1. There are two main types. Alt-Az mounts (which move the scope up and down) and Equatorial (EQ) mounts, which move the telescope in an arc, following the sky’s revolution. Alt-Az mounts are easy and fun to use (you just plonk it down and point it at the sky) and made for stargazing when you have beginner targets and for daytime. EQ mounts cannot be used in daylight practically, they need polar alignment (you have to align the scope with the North pole if you are in the northern hemisphere or the Southern Cross if you are in the southern hemisphere) which is not a hard thing to do, but it is not trivial especially if you are learning and you just want to have some fun. There is a learning curve to figure them out, but once that is done it is said that they are easy to use (I haven’t had one. I want to buy a simple one to learn how to use them).
  2. Do not buy cheap Alt-Az mounts. Those are known as hobby-killers. The scope I used stands on this silly photo-cam tripod which is very hard to position and make it “stay there”. It makes stargazing impossible and even daytime observations a bit frustrating. At minimum a mount needs to be steady when you let it be and flexible when you want it to move. This means that it cannot be made by flimsy plastic. Also it needs to have some “fine tuning knobs” since planets and the moon will leave your field of view very fast (especially at high magnification) and you need to be able to move the scope, without wobbly/powerful movements.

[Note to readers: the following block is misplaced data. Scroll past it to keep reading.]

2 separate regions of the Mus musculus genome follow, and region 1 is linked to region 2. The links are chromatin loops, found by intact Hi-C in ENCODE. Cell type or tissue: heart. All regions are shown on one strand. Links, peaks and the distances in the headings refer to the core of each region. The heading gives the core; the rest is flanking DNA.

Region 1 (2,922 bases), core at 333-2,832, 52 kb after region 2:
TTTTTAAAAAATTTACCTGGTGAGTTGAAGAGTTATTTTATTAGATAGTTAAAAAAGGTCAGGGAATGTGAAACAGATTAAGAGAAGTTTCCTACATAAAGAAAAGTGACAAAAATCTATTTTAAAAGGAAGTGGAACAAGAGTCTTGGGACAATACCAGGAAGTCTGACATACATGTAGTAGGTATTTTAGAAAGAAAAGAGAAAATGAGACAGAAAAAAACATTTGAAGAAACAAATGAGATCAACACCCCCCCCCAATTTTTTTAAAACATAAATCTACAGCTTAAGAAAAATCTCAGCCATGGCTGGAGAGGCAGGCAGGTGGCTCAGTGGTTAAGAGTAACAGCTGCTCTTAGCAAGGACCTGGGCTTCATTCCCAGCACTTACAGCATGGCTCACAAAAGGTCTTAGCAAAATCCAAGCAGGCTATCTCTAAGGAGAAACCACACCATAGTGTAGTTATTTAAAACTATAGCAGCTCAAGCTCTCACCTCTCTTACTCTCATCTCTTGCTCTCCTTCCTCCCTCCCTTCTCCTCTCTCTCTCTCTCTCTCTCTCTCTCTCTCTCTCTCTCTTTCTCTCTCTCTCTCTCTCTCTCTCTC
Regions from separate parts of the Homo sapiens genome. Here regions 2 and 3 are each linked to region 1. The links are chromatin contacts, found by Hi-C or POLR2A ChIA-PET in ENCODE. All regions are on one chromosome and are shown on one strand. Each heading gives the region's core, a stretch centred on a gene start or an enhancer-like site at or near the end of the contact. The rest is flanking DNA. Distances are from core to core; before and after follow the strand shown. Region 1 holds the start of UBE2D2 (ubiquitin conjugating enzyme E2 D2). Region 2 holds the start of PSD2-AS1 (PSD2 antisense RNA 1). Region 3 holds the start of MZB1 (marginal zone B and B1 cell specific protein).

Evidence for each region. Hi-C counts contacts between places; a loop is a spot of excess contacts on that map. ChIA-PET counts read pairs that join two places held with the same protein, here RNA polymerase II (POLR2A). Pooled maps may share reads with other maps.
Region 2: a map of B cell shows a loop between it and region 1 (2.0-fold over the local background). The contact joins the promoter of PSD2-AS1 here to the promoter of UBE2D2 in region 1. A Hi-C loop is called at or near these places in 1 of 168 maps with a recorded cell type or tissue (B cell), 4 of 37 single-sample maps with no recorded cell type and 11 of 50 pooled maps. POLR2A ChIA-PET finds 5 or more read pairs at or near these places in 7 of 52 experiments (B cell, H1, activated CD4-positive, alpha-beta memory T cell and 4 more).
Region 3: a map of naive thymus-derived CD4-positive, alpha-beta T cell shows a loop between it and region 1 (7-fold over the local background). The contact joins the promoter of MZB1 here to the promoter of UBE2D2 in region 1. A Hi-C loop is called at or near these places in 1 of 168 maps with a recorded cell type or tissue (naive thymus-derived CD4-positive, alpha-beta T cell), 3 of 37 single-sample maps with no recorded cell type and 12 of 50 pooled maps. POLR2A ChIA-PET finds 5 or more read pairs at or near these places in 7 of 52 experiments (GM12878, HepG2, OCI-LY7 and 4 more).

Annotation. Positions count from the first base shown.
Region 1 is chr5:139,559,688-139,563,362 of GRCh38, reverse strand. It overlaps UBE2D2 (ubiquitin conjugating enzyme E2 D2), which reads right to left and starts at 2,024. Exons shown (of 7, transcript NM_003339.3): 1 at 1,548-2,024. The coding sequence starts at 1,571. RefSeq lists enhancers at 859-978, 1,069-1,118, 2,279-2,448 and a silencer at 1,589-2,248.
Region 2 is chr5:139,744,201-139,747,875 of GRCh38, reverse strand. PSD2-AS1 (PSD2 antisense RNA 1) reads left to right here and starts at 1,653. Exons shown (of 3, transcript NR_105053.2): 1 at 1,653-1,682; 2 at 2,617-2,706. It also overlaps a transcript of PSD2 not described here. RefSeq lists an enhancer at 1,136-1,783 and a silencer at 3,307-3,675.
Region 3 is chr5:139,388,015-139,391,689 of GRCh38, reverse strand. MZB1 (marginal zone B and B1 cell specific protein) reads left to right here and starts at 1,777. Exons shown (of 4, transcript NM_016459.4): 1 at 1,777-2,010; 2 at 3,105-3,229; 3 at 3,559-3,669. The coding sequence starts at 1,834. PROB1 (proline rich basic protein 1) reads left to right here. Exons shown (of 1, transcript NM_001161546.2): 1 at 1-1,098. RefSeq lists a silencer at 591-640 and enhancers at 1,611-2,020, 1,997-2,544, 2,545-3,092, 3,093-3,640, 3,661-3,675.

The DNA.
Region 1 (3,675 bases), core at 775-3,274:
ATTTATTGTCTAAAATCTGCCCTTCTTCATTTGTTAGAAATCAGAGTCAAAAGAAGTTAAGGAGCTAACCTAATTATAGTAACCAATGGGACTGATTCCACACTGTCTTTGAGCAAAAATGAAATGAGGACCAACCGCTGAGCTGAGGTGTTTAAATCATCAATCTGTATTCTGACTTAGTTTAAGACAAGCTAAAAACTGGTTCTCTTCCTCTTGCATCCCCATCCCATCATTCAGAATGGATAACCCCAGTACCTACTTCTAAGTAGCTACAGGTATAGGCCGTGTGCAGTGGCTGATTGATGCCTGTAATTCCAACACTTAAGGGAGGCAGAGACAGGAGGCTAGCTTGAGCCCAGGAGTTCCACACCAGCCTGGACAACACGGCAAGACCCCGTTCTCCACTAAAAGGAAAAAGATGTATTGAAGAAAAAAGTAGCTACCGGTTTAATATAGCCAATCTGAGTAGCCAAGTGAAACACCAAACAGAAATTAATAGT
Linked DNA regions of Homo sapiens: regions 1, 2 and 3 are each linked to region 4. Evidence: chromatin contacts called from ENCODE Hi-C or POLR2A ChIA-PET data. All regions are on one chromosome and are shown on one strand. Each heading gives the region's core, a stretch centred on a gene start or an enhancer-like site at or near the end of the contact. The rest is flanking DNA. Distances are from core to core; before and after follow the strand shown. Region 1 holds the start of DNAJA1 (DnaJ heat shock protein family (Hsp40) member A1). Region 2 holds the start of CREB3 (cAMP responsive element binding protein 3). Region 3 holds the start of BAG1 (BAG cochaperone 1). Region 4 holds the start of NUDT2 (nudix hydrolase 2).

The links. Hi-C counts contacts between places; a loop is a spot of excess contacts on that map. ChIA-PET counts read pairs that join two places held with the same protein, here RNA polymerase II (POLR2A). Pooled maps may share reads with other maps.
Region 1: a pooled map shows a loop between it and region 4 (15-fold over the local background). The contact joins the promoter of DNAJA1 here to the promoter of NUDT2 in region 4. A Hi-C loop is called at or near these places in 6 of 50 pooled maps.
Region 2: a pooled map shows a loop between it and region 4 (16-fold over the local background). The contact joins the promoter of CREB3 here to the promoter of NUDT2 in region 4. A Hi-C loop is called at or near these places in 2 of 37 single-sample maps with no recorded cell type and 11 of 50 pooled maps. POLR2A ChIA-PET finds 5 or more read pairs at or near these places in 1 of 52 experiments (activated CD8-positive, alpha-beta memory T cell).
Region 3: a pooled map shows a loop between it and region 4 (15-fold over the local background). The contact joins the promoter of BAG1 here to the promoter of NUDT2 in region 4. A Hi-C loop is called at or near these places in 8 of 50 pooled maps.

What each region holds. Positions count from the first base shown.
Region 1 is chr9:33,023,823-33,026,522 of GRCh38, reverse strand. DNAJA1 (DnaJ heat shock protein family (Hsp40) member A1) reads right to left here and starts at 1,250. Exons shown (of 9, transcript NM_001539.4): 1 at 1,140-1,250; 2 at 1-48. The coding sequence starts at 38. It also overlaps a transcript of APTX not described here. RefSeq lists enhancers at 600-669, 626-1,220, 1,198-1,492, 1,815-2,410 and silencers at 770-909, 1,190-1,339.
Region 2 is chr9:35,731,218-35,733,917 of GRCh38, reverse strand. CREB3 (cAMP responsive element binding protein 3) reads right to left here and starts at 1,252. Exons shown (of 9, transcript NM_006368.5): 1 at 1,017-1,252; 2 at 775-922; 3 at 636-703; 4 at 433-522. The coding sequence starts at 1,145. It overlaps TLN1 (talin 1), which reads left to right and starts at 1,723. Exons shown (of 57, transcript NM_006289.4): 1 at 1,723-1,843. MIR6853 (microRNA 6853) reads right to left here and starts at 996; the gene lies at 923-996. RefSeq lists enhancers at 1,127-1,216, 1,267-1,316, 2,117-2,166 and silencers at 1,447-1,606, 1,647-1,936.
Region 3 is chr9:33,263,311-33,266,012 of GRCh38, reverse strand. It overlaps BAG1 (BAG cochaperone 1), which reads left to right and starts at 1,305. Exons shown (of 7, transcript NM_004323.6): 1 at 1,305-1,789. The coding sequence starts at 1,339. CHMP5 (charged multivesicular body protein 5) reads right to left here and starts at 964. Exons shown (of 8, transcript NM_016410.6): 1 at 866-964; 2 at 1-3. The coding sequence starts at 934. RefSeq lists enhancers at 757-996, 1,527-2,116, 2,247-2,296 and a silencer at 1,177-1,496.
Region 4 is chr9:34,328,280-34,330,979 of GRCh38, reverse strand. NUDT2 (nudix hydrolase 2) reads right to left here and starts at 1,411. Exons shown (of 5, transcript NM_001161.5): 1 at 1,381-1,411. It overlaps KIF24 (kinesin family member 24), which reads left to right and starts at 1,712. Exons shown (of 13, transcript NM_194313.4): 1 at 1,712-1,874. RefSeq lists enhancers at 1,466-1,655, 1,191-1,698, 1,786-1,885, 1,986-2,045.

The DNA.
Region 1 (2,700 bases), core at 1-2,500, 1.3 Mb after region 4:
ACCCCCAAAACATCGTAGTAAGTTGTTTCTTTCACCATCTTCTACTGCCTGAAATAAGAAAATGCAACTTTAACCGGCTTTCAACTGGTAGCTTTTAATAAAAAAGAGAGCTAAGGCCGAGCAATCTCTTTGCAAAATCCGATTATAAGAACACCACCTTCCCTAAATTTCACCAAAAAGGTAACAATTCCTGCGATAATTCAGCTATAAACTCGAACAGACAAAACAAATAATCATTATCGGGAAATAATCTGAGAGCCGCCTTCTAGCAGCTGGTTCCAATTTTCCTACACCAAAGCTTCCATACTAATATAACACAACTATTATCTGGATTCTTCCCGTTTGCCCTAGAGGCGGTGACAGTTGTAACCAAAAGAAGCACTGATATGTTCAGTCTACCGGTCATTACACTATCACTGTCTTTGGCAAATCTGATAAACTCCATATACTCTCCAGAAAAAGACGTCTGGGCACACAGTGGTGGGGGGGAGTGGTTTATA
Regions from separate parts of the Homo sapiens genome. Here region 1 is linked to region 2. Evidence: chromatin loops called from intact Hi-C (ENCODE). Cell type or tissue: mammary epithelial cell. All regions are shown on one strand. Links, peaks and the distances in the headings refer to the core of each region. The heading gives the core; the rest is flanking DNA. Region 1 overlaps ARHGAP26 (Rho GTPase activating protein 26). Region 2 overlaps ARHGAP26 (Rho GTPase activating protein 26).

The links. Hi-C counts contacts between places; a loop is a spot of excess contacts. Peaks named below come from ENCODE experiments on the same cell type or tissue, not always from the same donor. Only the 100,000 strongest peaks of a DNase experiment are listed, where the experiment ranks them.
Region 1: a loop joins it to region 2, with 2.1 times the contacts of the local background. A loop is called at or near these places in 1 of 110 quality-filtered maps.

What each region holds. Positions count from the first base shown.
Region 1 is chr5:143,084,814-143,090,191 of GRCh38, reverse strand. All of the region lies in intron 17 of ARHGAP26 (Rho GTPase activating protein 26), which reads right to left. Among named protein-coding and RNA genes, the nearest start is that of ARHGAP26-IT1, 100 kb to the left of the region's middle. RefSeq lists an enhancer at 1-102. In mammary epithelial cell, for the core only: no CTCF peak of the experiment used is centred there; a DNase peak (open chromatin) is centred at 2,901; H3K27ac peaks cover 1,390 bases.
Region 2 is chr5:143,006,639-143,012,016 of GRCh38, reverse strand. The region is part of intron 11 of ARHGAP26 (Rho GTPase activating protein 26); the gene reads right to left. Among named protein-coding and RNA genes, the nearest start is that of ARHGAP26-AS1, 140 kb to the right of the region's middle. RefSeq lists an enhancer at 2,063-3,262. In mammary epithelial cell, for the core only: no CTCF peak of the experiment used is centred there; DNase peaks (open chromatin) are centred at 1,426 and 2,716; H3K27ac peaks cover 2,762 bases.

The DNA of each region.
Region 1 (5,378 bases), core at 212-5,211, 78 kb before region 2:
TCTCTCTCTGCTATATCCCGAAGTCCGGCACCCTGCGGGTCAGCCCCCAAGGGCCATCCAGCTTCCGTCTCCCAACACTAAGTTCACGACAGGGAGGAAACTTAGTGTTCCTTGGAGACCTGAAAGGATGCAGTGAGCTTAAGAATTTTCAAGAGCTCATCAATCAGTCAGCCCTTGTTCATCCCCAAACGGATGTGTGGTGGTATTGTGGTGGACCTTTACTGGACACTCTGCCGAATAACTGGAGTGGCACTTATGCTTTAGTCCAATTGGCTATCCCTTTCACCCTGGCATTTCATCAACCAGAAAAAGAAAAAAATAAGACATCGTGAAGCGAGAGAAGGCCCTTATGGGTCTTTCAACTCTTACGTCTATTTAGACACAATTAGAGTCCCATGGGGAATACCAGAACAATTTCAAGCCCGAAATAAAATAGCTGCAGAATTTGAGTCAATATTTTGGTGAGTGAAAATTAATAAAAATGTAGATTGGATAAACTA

3. There are GoTo mounts (those are always EQ mounts) that are automated of sorts. You have to polar align them and align them with three visible stars so that the computer knows where on Earth it is and then they are supposed to work automatically (there are apps and a “remote control” for it which make it work). They were said to be sketchy once, but now most of them are said to be ok, though personally I feel that it takes any sense of fun and accomplishment out of the hobby.
  4. The expensive GoTo mounts with computer support and whatnot are only for astrophotography.
  5. The Alt-Az mounts for Reflectors are called Dobsonian mounts.

Guides, channels to watch.

  1. SmallOptics is an obscure channel whose videos have no production value, but I will put it first because it is just some normal bloke that knows his stuff. Some veeeeery solid beginner videos that explain things in a great and simple way, plus he is often giving some pretty nifty tips.Here is his video on what telescopes NOT to buy.
  2. LearnToStargaze contains a lot of information for people that want to get into stargazing. The channel is not clickbait and it delivers a lot of good info, though it does contain a lot of videos that are for people that are already more into things. Also the people that make the videos sell books about stargazing and “what to look in the night sky and how to find it”. I haven’t bought them, but they seem well made.